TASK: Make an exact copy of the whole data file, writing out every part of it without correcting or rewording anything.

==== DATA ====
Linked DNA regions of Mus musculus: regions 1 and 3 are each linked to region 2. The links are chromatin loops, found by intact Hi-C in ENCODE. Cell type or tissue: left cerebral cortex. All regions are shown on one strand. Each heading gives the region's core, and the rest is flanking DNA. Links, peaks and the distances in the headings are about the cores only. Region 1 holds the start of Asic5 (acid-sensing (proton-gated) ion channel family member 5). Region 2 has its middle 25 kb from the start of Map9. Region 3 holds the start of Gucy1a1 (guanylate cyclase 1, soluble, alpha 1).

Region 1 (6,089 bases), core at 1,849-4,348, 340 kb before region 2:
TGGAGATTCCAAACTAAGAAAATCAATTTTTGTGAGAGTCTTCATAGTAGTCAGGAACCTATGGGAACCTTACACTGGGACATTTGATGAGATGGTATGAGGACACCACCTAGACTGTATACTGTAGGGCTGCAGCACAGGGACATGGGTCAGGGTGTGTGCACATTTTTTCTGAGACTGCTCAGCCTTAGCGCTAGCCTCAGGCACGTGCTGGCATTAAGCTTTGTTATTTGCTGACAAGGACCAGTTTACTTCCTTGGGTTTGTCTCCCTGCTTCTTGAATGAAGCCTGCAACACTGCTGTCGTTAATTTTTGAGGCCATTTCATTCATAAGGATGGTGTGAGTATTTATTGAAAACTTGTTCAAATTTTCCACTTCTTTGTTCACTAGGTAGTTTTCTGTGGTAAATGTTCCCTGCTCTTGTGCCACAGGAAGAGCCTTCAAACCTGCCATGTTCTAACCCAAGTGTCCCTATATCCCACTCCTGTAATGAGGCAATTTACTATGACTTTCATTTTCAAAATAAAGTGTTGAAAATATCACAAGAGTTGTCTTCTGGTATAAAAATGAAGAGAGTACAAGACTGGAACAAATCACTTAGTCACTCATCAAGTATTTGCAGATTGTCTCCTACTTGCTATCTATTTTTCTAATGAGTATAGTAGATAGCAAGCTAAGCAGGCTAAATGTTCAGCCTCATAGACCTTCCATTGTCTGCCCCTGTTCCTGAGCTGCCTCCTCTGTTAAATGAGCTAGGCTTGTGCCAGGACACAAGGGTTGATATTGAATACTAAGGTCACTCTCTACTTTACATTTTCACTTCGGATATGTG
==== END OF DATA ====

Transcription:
Linked DNA regions of Mus musculus: regions 1 and 3 are each linked to region 2. The links are chromatin loops, found by intact Hi-C in ENCODE. Cell type or tissue: left cerebral cortex. All regions are shown on one strand. Each heading gives the region's core, and the rest is flanking DNA. Links, peaks and the distances in the headings are about the cores only. Region 1 holds the start of Asic5 (acid-sensing (proton-gated) ion channel family member 5). Region 2 has its middle 25 kb from the start of Map9. Region 3 holds the start of Gucy1a1 (guanylate cyclase 1, soluble, alpha 1).

Region 1 (6,089 bases), core at 1,849-4,348, 340 kb before region 2:
TGGAGATTCCAAACTAAGAAAATCAATTTTTGTGAGAGTCTTCATAGTAGTCAGGAACCTATGGGAACCTTACACTGGGACATTTGATGAGATGGTATGAGGACACCACCTAGACTGTATACTGTAGGGCTGCAGCACAGGGACATGGGTCAGGGTGTGTGCACATTTTTTCTGAGACTGCTCAGCCTTAGCGCTAGCCTCAGGCACGTGCTGGCATTAAGCTTTGTTATTTGCTGACAAGGACCAGTTTACTTCCTTGGGTTTGTCTCCCTGCTTCTTGAATGAAGCCTGCAACACTGCTGTCGTTAATTTTTGAGGCCATTTCATTCATAAGGATGGTGTGAGTATTTATTGAAAACTTGTTCAAATTTTCCACTTCTTTGTTCACTAGGTAGTTTTCTGTGGTAAATGTTCCCTGCTCTTGTGCCACAGGAAGAGCCTTCAAACCTGCCATGTTCTAACCCAAGTGTCCCTATATCCCACTCCTGTAATGAGGCAATTTACTATGACTTTCATTTTCAAAATAAAGTGTTGAAAATATCACAAGAGTTGTCTTCTGGTATAAAAATGAAGAGAGTACAAGACTGGAACAAATCACTTAGTCACTCATCAAGTATTTGCAGATTGTCTCCTACTTGCTATCTATTTTTCTAATGAGTATAGTAGATAGCAAGCTAAGCAGGCTAAATGTTCAGCCTCATAGACCTTCCATTGTCTGCCCCTGTTCCTGAGCTGCCTCCTCTGTTAAATGAGCTAGGCTTGTGCCAGGACACAAGGGTTGATATTGAATACTAAGGTCACTCTCTACTTTACATTTTCACTTCGGATATGTG